Volume 1, Number 10 - March 14, 2011

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Mark Pulaski
Mark Pulaski
Wolfson Campus Bureau Chief / A&E Editor


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Entertainment Entertainment

Picture of 50 cent in movie
NEW START: Curtis "50 Cent" Jackson's character, Deon, finds a new job to support his life after football. COURTESY OF MIFF

Sometimes, Things Really Do Fall Apart

By Mark Pulaski
Mark.pulaski001@mymdc.net

Curtis “50 Cent” Jackson wants to show the world that he is more than what people have labeled him.

The rapper turned actor is tired of being cast only in villainous roles. He wants it to be known that he is serious about film and more versatile on screen that people might think. Which is why he teamed up with producer Randall Emmett and director/actor Mario Van Peebles to create the film Things Fall Apart.

“[Jackson] said to me, ‘We need to show people how serious I am about acting,” said Emmett, a graduate of New World School Of The Arts.

Emmett advised Jackson—who wrote most of the screenplay—that the film might not be a success because they were making a family drama and not an action film; he said that it would be tough getting a studio to fund the movie. But Jackson wouldn’t let this stand in his way—he funded the project from his own pocket.

“He takes everything he does very seriously,” Emmett said. “He proved it by writing his own check.”

Jackson also took on the burden of losing 54 lbs. in just nine weeks in preparation for the role in which he portrays a promising college football player stricken with cancer. Because he was funding the film himself, he was able to take the time to lose the weight. Something, he says, no studio would have allowed.

“They don’t do that unless you’re Tom Hanks,” Jackson said.

Jackson initially brought in Van Peebles as an actor, but after seeing how dedicated Jackson was to the film, he decided to stay on board as director.

“This brother has an incredible work ethic,” Van Peebles said. “When you’re working on a film and your star is a cat that’s already ran three laps around the trailer that morning, rewrote his scene, and brought the music in, it’s like ‘Hey, this is easy.”

They are in negotiations with distributors and hoping to land a deal soon, if the movie generates enough buzz, that is.

And here lies the problem. Despite the hard work of all involved, the final product was not all that good.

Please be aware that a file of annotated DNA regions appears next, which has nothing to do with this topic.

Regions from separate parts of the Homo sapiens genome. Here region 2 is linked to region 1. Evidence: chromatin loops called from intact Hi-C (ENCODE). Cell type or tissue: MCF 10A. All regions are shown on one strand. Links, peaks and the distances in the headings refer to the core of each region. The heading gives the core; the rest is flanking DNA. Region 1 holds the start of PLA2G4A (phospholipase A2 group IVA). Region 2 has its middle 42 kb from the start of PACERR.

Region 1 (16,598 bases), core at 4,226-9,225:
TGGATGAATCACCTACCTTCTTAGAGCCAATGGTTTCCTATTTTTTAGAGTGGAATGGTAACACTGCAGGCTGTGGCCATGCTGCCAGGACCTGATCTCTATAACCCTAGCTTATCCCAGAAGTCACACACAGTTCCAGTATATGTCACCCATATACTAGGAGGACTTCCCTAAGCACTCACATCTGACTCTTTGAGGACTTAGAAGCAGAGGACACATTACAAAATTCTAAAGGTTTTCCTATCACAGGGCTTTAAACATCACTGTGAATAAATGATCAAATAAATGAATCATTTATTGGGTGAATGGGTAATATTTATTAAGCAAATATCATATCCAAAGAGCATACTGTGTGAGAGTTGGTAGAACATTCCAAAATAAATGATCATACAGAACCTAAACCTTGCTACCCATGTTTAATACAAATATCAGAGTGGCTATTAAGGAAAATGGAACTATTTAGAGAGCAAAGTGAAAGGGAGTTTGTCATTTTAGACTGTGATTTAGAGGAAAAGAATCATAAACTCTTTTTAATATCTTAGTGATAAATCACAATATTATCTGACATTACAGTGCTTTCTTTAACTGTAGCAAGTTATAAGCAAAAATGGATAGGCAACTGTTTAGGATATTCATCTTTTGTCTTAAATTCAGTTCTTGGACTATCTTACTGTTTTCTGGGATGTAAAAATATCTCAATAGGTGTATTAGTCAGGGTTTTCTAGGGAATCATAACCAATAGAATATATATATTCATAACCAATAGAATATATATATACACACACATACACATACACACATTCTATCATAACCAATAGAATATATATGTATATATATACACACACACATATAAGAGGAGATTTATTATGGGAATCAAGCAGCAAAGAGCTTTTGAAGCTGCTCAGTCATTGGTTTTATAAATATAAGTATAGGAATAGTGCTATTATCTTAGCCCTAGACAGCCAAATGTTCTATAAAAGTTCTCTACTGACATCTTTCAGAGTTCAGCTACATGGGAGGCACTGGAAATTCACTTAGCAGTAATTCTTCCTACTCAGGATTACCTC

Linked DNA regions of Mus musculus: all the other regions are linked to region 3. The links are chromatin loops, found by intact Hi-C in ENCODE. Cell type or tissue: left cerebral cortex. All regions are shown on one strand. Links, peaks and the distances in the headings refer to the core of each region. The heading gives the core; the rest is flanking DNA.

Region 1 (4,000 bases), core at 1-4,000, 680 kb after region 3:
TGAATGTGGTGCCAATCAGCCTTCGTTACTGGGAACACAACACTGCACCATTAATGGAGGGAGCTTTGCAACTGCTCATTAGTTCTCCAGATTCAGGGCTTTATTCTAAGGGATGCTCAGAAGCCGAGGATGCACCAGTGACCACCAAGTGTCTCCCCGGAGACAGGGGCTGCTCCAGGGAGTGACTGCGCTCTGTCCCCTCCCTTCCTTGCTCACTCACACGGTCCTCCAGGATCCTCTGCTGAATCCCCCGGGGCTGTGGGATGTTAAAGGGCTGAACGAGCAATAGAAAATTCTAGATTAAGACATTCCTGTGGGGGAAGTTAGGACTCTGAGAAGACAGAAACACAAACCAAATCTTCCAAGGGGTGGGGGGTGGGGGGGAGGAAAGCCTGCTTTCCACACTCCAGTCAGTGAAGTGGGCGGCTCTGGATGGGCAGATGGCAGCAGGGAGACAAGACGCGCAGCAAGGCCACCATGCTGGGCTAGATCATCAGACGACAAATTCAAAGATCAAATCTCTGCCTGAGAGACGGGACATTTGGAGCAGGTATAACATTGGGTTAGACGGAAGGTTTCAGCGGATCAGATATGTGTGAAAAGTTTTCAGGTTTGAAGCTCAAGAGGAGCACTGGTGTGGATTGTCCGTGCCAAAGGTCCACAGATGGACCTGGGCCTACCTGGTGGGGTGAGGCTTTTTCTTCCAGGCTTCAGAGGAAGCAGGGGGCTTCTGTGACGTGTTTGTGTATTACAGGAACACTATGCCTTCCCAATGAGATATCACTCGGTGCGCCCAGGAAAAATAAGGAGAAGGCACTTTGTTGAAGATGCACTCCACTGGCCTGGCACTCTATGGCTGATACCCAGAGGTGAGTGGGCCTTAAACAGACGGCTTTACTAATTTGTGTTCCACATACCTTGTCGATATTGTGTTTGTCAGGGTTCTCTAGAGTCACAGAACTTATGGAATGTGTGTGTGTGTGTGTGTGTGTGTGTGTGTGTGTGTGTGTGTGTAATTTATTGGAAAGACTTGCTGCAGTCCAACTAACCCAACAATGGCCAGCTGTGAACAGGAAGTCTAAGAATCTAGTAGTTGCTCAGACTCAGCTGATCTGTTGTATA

The film is centered on Jackson’s character, Deon Barnes, a college running-back with dreams of going pro. Those dreams are shattered when a tumor is found by his heart, putting his football career—and life—in jeopardy.

One of the main problems with the film was that the primary concern through most of the movie was not of Barnes losing his life, but of what his future would be without the glitzy life that comes along with being a number-one pick in the NFL draft.

A film should have a struggle that people can relate to. So Barnes might have to live a regular life, and find himself a 9 to 5 job like the rest of us. Big deal.

Jackson—and his alias “50 cent”—accomplish a lot; between the albums, the clothing line, and the vitamin water promotion, he cannot be expected to do everything with the same skill he exhibits in other ventures. That said, I’ve seen better plots unfold in porn films.
At the end of the movie I was left with questions that were never answered; it was never apparent how much time had elapsed and how certain events unfolded.

On a positive note, the acting itself wasn’t bad at all. Jackson wasn’t exactly Oscar material, but he held his own on screen. Although, he is better in comedic scenes than in the more dramatic moments.

Overall, it was about what you might expect when you consider that most of the movie was written by 50 Cent.  Maybe screenwriting isn’t your thing, 50. It’s OK, you gave it a good shot. (Just don’t do the same to me.) At least you chose an appropriate title.


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